Volunteers make it possible for us to carry out our daily work on behalf of the community. From making dinner for a homeless shelter to packaging gourmet products made in our training kitchen, there are many ways to get involved.
If you’d like to volunteer with us, please email us at firstname.lastname@example.org or call 415-382-3363 x212 to discuss your interests. At this time, we’re actively seeking groups to join our roster of dinner providers at Mill Street Center, our year-round emergency shelter for adults, as well as kitchen volunteers at New Beginnings Center..
Our programs depend on your support and we extend wholehearted thanks to more than 1,000 people who volunteer at Homeward Bound every year.
Michelle Wall reaches hearts by cutting hair
Michelle Wall arrived in Marin in 2013 with a dilemma. After years of cutting hair both professionally and for friends or relatives, she knew no one. “I thought, whose hair am I going to cut now?” she says.
Her question led her to Homeward Bound of Marin, where her generous gift of time and talent helps dozens of residents every month.
She visits three programs – Mill Street and New Beginnings Center shelters along with Warner Creek Senior Housing – for a total of five visits monthly.
“A lot of people are looking for jobs or they’re going to an interview,” she says. “I’m busy every time I go.”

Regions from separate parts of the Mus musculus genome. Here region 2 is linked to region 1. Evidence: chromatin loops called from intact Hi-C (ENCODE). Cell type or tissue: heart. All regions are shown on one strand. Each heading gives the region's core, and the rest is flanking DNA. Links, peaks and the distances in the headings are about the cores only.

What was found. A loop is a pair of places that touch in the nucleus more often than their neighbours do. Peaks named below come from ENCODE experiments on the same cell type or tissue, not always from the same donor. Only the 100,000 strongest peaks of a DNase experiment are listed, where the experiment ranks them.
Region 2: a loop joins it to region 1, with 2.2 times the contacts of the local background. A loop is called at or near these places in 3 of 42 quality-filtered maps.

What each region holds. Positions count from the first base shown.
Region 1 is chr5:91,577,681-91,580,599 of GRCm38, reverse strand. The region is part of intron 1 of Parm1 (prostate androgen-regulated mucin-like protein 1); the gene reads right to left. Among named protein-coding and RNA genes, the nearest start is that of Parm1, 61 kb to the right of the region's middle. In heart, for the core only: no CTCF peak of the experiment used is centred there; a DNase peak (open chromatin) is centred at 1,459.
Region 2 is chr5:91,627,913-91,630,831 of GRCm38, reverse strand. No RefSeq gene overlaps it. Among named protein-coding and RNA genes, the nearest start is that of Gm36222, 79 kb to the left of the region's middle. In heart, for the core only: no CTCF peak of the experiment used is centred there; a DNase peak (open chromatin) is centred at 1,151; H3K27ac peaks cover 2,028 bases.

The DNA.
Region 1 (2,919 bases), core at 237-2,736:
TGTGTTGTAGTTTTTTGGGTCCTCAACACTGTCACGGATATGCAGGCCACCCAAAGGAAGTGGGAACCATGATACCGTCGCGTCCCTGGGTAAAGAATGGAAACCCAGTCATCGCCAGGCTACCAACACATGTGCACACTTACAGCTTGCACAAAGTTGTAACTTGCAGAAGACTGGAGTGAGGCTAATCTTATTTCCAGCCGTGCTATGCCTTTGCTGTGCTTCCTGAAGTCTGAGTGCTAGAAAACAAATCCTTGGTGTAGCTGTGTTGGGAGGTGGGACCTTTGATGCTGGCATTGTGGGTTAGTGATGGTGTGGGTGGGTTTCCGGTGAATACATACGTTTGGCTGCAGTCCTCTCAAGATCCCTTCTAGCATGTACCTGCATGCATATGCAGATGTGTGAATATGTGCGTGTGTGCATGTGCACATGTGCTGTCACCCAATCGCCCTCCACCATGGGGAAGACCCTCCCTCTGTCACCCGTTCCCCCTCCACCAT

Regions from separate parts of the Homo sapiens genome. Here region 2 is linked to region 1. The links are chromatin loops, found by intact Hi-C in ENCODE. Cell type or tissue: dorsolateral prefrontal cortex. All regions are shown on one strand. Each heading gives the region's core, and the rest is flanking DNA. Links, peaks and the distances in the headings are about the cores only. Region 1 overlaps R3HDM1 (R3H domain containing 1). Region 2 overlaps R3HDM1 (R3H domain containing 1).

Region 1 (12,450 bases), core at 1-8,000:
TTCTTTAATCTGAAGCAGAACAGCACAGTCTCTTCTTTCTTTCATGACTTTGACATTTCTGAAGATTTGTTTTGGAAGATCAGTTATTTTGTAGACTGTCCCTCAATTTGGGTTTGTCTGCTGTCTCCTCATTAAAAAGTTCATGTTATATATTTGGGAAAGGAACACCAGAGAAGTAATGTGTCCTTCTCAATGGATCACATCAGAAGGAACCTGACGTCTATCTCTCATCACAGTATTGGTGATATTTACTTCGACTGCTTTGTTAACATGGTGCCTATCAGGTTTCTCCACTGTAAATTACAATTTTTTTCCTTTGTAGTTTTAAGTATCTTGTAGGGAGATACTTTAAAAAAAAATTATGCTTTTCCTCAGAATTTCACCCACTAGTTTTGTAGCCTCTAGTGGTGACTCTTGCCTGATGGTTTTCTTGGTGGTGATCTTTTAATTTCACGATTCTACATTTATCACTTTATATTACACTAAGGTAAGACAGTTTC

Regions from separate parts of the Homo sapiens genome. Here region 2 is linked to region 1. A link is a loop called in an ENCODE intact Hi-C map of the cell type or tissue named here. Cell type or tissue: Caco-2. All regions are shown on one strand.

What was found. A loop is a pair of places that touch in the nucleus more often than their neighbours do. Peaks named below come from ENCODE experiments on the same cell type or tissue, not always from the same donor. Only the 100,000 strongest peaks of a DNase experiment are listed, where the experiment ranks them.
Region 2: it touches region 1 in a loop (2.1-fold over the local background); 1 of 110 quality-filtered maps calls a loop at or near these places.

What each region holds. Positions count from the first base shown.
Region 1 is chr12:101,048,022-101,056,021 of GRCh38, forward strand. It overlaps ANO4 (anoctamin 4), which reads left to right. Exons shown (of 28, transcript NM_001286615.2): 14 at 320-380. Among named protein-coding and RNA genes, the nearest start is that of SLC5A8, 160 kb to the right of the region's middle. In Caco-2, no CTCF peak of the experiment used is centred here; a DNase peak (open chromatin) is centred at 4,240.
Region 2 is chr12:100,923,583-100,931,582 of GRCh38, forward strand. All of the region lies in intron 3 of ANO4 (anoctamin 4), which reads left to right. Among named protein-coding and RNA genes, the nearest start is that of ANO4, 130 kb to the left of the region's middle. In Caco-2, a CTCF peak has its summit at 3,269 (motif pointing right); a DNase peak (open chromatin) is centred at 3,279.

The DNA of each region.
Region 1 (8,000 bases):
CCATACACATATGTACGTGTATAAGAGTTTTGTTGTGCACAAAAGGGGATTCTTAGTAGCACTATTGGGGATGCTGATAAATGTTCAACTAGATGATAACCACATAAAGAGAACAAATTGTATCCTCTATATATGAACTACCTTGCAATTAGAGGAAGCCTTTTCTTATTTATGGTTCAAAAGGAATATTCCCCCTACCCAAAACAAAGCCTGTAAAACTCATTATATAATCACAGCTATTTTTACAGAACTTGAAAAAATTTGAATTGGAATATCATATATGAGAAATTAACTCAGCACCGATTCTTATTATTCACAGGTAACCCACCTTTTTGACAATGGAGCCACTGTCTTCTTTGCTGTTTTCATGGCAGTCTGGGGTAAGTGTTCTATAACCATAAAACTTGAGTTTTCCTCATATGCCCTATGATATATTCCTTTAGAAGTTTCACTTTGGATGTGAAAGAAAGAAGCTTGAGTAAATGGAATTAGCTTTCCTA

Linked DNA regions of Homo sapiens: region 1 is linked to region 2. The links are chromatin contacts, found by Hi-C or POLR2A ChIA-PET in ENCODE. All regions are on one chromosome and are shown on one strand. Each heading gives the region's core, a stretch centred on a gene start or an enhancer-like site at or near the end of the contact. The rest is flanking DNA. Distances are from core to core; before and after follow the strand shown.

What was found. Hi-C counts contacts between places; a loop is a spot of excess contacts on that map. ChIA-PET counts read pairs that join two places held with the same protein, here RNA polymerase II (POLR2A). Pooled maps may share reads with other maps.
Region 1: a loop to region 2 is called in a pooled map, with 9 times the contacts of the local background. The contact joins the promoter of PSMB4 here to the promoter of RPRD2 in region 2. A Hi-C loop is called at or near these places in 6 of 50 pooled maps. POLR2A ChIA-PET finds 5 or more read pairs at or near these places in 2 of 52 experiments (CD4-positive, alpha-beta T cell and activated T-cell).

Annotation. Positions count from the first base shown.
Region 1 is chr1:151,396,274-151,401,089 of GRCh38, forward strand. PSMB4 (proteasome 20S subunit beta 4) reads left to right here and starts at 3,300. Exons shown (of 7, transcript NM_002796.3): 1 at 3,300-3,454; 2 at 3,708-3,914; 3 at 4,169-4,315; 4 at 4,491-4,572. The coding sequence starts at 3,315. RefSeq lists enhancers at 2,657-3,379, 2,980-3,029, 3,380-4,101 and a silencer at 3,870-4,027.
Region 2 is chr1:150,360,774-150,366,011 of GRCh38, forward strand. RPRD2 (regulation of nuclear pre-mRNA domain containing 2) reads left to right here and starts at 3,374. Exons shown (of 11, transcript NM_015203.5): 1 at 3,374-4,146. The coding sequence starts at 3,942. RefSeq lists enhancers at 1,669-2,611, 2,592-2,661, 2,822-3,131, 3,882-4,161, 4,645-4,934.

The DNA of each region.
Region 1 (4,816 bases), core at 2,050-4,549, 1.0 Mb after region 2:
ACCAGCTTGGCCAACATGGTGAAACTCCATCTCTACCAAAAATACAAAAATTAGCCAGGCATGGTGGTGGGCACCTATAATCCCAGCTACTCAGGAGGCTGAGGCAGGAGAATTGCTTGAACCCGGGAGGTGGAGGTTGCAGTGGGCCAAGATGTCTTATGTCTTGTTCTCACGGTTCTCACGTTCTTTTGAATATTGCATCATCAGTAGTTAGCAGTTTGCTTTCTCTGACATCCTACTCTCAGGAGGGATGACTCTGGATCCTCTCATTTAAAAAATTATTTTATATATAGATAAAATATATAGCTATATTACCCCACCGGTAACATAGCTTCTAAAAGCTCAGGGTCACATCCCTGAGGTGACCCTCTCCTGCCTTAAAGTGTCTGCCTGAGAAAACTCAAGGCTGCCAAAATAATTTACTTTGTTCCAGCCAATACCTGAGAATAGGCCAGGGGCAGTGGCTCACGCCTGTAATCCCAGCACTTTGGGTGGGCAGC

Michelle realizes her visits aren’t just about cutting hair. “I think it’s special just that someone is touching them. It’s just that feeling of someone caring for them,” she says.
San Domenico Grows Giving Spirit
An abundant garden at San Domenico School in San Anselmo planted seeds for an enduring service learning partnership involving students and Homeward Bound of Marin.
“It all started years ago with fourth-graders making vegetable soup for the family programs,” says Gail McCallister of San Rafael, a parent with 12 years of experience in the projects. “They brought vegetables freshly harvested from our school garden.”
The fourth-graders switched to making vegetable lasagne and the fifth grade launched a tradition of collecting needed items like diapers or first aid supplies for residents.
The projects now extend into high school, where a freshman group recently made a lovely quilt for the family programs. The seventh grade makes monthly birthday cakes for Voyager Carmel Center, a 36-bed home for residents with persistent mental illness, and works in the Family Center garden. The middle school also sells Halo Truffles at the holidays and wraps up cozy socks as gifts for Voyager Carmel residents.
“It’s such a great relationship. The kids really feel empowered to make a difference and feel connected to their community,” Gail says. “We never have problems getting parents to volunteer. They’re excited about it.”